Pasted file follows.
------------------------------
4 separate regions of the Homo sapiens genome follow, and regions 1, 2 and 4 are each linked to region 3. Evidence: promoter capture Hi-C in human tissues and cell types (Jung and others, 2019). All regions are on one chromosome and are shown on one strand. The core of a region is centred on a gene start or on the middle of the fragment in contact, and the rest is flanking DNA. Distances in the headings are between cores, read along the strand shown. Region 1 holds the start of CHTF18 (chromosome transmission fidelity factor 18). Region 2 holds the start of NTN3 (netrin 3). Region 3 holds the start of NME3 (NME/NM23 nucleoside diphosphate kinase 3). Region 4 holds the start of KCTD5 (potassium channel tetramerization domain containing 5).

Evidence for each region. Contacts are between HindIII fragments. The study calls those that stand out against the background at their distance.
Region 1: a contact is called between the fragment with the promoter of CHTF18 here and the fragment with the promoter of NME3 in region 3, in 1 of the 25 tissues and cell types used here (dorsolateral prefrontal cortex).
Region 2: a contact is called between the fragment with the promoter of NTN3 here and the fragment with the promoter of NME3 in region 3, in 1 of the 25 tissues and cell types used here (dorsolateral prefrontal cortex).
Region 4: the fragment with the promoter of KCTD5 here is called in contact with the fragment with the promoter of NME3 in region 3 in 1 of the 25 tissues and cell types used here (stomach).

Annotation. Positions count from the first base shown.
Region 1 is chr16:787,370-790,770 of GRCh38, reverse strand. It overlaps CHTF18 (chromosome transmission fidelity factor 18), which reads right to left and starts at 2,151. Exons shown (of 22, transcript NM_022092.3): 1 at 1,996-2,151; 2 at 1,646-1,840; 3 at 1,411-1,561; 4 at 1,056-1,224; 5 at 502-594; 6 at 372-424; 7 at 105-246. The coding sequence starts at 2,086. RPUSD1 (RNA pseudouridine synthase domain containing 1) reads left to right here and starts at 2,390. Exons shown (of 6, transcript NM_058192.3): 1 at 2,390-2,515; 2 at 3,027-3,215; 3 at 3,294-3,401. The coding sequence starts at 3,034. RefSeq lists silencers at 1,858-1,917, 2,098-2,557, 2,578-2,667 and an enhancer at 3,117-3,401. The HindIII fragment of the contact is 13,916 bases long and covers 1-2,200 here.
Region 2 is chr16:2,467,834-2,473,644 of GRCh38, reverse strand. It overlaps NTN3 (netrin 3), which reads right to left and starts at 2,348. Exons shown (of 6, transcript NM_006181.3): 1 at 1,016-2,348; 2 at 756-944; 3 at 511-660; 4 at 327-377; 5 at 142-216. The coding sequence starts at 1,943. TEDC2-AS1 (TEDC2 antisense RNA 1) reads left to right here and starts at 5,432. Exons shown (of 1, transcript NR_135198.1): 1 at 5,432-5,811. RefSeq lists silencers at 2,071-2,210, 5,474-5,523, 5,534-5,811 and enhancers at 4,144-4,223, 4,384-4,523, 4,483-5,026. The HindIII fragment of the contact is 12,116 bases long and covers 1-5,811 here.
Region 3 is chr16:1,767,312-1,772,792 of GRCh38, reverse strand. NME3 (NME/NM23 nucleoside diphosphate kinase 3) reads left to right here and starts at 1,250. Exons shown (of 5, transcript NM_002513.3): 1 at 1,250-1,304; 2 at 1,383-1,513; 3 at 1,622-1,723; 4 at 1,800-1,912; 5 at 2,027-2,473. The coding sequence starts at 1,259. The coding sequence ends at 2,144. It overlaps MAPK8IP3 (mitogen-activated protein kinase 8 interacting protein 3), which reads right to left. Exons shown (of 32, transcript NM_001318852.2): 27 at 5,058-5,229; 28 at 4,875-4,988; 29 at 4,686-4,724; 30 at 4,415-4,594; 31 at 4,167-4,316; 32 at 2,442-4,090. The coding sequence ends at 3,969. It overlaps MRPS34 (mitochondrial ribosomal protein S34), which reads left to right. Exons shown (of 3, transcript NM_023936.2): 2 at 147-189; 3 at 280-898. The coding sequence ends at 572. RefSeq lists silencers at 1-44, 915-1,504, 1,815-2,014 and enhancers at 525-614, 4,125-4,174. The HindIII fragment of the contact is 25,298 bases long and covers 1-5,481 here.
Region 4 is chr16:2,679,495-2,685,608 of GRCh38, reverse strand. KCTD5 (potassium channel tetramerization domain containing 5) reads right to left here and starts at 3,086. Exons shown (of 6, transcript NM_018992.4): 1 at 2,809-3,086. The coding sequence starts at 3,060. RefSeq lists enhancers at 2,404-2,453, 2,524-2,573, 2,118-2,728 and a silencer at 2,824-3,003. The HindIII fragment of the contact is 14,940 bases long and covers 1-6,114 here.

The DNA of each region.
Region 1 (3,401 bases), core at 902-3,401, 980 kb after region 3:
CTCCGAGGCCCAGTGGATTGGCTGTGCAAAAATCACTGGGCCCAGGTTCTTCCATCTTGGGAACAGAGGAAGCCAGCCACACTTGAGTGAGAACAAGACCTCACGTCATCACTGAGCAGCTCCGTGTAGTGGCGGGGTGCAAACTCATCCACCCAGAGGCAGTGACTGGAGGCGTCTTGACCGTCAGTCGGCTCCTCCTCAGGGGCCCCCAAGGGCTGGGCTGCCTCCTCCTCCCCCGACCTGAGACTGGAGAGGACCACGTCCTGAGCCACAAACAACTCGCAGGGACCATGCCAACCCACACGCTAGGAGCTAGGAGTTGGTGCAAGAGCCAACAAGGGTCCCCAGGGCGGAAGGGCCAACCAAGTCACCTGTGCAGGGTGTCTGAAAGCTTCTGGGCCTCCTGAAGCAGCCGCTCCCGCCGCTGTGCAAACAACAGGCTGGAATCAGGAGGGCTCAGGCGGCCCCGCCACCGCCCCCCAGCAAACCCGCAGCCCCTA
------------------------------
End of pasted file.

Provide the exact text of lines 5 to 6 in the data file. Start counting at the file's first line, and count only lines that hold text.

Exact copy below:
Region 4: the fragment with the promoter of KCTD5 here is called in contact with the fragment with the promoter of NME3 in region 3 in 1 of the 25 tissues and cell types used here (stomach).

Annotation. Positions count from the first base shown.